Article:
Two economists from my alma mater have an article on 538 about why the Housing Bubble tanked
the economy when it burst in 2008, but the Internet Bubble of 2000 did not.
What explains these different outcomes? In our forthcoming book, “House of Debt,” we argue that it was the distribution of losses that made the housing crash so much more severe than the dot-com crash. The sharp decline in home prices starting in 2007 concentrated losses on people with the least capacity to bear them, disproportionately affecting poor homeowners who then stopped spending. What about the tech crash? In 2001, stocks were held almost exclusively by the rich. The tech crash concentrated losses on the rich, but the rich had almost no debt and didn’t need to cut back their spending.
It pains me to say this, because I love economics and I love Chicago, but Sufi and Mian get this wrong because of the core gap in monetary economics -- they miss the finance system.
In general, economics treats money as an "illusion
" in that it facilitates the trade and exchange of real goods and services, but fundamentally does not impact or distort that exchange (at least to no great degree). A rose is a rose is a rose, and therefore a good is a good is a good regardless of whether it's prices in dollars or shekels. Therefore, money in general and banks in particular do not play a central role in macro monetary models, which instead focus on things like time preference, consumer expectations, etc.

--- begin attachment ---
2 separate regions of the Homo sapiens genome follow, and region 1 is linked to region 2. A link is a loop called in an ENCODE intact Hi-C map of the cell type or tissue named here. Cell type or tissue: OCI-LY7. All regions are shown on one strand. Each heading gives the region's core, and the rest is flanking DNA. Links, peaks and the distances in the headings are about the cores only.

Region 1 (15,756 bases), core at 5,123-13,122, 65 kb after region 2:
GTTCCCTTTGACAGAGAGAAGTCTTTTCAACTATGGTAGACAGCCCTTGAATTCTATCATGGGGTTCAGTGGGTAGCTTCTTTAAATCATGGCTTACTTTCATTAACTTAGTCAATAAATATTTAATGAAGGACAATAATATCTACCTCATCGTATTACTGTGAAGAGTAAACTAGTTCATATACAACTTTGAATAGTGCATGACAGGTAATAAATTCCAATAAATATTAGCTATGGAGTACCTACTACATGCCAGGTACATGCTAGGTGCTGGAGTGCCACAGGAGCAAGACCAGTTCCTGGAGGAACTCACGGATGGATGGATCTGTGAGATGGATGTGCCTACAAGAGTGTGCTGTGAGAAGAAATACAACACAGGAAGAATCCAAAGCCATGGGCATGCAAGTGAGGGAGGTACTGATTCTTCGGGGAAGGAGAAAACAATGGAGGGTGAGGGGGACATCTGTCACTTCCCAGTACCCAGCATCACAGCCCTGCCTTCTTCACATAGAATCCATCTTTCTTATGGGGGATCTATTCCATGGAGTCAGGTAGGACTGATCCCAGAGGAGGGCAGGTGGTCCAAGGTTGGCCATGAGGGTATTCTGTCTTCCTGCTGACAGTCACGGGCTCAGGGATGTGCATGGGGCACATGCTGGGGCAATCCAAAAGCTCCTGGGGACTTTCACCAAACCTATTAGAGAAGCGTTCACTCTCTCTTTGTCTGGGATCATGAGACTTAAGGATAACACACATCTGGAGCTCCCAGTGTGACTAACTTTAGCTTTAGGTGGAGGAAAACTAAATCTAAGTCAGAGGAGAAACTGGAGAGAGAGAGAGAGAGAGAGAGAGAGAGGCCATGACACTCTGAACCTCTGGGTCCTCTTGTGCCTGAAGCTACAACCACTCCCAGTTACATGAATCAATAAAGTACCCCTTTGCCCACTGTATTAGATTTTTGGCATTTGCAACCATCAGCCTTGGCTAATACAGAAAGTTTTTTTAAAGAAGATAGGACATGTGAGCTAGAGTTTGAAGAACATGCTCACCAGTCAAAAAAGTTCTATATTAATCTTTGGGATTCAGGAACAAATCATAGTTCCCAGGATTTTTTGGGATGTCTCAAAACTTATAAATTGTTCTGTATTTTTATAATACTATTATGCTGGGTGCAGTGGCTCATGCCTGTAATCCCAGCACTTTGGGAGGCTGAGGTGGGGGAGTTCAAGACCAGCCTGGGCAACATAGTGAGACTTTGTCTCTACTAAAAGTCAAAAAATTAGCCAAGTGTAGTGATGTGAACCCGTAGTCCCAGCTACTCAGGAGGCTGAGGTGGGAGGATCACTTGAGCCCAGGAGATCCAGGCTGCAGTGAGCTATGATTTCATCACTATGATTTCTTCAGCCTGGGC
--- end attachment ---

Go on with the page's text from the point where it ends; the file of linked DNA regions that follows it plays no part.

In reality, money, or more particularly credit, plays a central role in the economy because of how bank lending works. When banks lend, they lever up their balance sheet, and therefore create money out of "thin air", constrained only by capital requirements on the supply side, and the number of qualified borrowers on the demand side.
Saif and Mian are unaware of this dynamic, as they show in their opening paragraphs:
In 2000, the dot-com bubble burst, destroying $6.2 trillion in household wealth over the next two years.
Five years later, the housing market crashed, and from 2007 to 2009, the value of real estate owned by U.S. households fell by nearly the same amount — $6 trillion
These two $6T are not comparable. In the dot-com bubble, the loss wiped out venture accounts and household wealth in brokerage accounts, but neither was enabling additional lending (and therefore money supply). In the housing bust, $6T of bank capital (which collateralized the loans) was propping up an additional $120T or so (at a 5% capital requirements ratio) of money supply, so the impact on the economy was over an order of magnitude greater.
Without understanding credit, and the role banks play in the economy, economics will continue to struggle to explain the business cycle, and fall for fads like distributional spending effects.